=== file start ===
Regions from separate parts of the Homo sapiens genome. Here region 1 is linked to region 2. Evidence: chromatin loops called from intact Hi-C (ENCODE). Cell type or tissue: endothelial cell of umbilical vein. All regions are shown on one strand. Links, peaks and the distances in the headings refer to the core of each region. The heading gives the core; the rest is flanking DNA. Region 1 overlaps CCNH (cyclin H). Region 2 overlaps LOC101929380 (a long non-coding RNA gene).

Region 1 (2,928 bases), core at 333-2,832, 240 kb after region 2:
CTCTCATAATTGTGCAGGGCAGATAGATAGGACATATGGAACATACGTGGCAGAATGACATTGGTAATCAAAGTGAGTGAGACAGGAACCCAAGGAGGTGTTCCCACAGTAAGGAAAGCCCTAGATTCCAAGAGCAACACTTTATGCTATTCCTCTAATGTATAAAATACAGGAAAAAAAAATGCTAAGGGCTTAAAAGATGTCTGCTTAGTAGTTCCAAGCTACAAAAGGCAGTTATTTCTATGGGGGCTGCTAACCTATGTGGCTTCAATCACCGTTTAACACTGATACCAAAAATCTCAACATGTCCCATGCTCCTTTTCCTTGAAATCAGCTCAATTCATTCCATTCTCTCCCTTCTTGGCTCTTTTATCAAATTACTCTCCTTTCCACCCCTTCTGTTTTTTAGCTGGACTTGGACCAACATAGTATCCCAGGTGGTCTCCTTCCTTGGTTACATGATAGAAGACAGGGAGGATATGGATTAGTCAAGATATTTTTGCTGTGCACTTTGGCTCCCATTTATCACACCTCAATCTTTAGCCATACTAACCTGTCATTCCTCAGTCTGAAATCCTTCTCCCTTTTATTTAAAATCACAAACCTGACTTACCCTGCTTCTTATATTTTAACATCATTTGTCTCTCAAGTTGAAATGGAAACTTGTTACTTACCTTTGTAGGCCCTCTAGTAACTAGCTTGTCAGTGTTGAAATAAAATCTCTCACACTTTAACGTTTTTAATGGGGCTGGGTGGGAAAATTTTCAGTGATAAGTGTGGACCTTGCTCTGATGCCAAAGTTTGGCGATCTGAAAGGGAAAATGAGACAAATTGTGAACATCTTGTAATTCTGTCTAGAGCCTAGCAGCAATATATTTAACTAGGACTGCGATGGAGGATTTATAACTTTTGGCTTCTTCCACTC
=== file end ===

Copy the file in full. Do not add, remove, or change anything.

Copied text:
Regions from separate parts of the Homo sapiens genome. Here region 1 is linked to region 2. Evidence: chromatin loops called from intact Hi-C (ENCODE). Cell type or tissue: endothelial cell of umbilical vein. All regions are shown on one strand. Links, peaks and the distances in the headings refer to the core of each region. The heading gives the core; the rest is flanking DNA. Region 1 overlaps CCNH (cyclin H). Region 2 overlaps LOC101929380 (a long non-coding RNA gene).

Region 1 (2,928 bases), core at 333-2,832, 240 kb after region 2:
CTCTCATAATTGTGCAGGGCAGATAGATAGGACATATGGAACATACGTGGCAGAATGACATTGGTAATCAAAGTGAGTGAGACAGGAACCCAAGGAGGTGTTCCCACAGTAAGGAAAGCCCTAGATTCCAAGAGCAACACTTTATGCTATTCCTCTAATGTATAAAATACAGGAAAAAAAAATGCTAAGGGCTTAAAAGATGTCTGCTTAGTAGTTCCAAGCTACAAAAGGCAGTTATTTCTATGGGGGCTGCTAACCTATGTGGCTTCAATCACCGTTTAACACTGATACCAAAAATCTCAACATGTCCCATGCTCCTTTTCCTTGAAATCAGCTCAATTCATTCCATTCTCTCCCTTCTTGGCTCTTTTATCAAATTACTCTCCTTTCCACCCCTTCTGTTTTTTAGCTGGACTTGGACCAACATAGTATCCCAGGTGGTCTCCTTCCTTGGTTACATGATAGAAGACAGGGAGGATATGGATTAGTCAAGATATTTTTGCTGTGCACTTTGGCTCCCATTTATCACACCTCAATCTTTAGCCATACTAACCTGTCATTCCTCAGTCTGAAATCCTTCTCCCTTTTATTTAAAATCACAAACCTGACTTACCCTGCTTCTTATATTTTAACATCATTTGTCTCTCAAGTTGAAATGGAAACTTGTTACTTACCTTTGTAGGCCCTCTAGTAACTAGCTTGTCAGTGTTGAAATAAAATCTCTCACACTTTAACGTTTTTAATGGGGCTGGGTGGGAAAATTTTCAGTGATAAGTGTGGACCTTGCTCTGATGCCAAAGTTTGGCGATCTGAAAGGGAAAATGAGACAAATTGTGAACATCTTGTAATTCTGTCTAGAGCCTAGCAGCAATATATTTAACTAGGACTGCGATGGAGGATTTATAACTTTTGGCTTCTTCCACTC